SFFaudio Online Audio

The Metamorphosis (in German, Die Verwandlung, “The Transformation”) is a novella by Franz Kafka, first published in 1915, and arguably the most famous of his works along with the longer works The Trial and The Castle. The story begins with a traveling salesman, Gregor Samsa, waking to find himself transformed into a giant “monstrous vermin”.

This narration by David Barnes is really terrific! One reviewer put it this way: “Slow, dignified, fitting for Kafka.” Another this way:

“A wonderful recording … Many thanks to Mr Barnes for his wonderful reading … [a] nightmarish and chilling tale of horror and abandonment. It is one of the most powerful texts written by Kafka and quite worth listening to.”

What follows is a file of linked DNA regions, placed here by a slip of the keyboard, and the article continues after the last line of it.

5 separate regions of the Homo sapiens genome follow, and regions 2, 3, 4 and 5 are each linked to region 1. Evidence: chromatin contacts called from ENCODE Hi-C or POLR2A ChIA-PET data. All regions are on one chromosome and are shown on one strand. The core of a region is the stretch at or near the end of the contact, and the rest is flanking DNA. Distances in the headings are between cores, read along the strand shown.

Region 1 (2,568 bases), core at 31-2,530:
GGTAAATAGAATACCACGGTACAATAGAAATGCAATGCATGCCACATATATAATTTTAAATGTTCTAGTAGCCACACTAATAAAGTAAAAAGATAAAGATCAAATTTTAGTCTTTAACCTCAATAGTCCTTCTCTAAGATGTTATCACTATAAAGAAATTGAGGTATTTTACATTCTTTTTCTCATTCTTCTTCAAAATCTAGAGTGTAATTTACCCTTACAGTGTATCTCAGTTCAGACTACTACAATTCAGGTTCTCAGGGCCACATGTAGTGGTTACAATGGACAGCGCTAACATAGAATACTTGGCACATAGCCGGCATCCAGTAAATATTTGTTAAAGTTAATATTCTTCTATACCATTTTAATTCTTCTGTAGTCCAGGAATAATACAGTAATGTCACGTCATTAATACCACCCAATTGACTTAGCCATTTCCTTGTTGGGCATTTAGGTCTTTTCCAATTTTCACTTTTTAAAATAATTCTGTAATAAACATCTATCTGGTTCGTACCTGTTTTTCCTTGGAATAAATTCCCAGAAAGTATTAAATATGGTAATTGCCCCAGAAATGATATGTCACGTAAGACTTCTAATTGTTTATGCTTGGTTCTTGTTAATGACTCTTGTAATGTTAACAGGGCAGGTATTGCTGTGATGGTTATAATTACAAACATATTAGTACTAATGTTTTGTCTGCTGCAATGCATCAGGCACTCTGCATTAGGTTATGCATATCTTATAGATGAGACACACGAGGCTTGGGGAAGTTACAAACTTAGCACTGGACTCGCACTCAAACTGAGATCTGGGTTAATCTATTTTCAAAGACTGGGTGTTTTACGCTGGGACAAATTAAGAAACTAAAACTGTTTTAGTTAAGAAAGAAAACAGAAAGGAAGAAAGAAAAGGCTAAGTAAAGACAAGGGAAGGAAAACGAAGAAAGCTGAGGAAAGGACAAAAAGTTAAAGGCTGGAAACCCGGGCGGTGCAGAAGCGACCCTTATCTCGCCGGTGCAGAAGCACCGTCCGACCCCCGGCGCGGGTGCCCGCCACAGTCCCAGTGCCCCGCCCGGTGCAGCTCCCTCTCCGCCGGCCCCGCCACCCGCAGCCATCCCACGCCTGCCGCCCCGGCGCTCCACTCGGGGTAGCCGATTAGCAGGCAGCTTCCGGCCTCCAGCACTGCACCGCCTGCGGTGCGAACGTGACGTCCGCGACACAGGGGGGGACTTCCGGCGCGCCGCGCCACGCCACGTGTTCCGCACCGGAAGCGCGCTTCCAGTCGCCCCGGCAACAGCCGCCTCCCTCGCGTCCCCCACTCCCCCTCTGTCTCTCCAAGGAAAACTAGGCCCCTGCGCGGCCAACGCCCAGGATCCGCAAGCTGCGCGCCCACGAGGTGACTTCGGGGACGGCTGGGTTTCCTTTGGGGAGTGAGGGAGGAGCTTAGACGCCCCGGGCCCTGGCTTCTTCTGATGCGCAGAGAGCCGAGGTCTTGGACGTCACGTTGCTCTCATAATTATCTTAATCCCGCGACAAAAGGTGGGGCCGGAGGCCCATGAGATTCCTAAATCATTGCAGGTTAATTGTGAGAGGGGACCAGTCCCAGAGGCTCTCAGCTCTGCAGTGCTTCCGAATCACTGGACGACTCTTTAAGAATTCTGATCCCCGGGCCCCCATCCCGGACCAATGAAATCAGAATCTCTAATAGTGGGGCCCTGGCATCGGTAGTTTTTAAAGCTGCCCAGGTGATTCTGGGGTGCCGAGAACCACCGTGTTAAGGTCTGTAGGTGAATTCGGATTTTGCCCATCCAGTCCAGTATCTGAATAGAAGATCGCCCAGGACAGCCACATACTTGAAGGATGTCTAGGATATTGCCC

Here are the illustrations, and a brief editorial, from the June 1953 publication of Famous Fantastic Mysteries.

The Metamorphosis by Franz Kafka - illustrated by either Finlay or Lawrence

The Metamorphosis by Franz Kafka - illustrated by either Finlay or Lawrence

The Metamorphosis by Franz Kafka - editorial

LibriVoxThe Metamorphosis
By Franz Kafka; Translated by Ian Johnston; Read by David Barnes
3 Zipped MP3 Files or M4B – Approx. 2 Hours 34 Minutes [UNABRIDGED]
Published: December 11, 2006
“Already he had taken the alien loathesome shape … In all except the still watching mind – the vestige of a soul that still could suffer…”

Part 1 |MP3| Part 2 |MP3| Part 3 |MP3|

Podcast feed:

iTunes 1-Click |SUBSCRIBE|

Posted by Jesse Willis

BBC Radio 4: Grey Expectations

SFFaudio Online Audio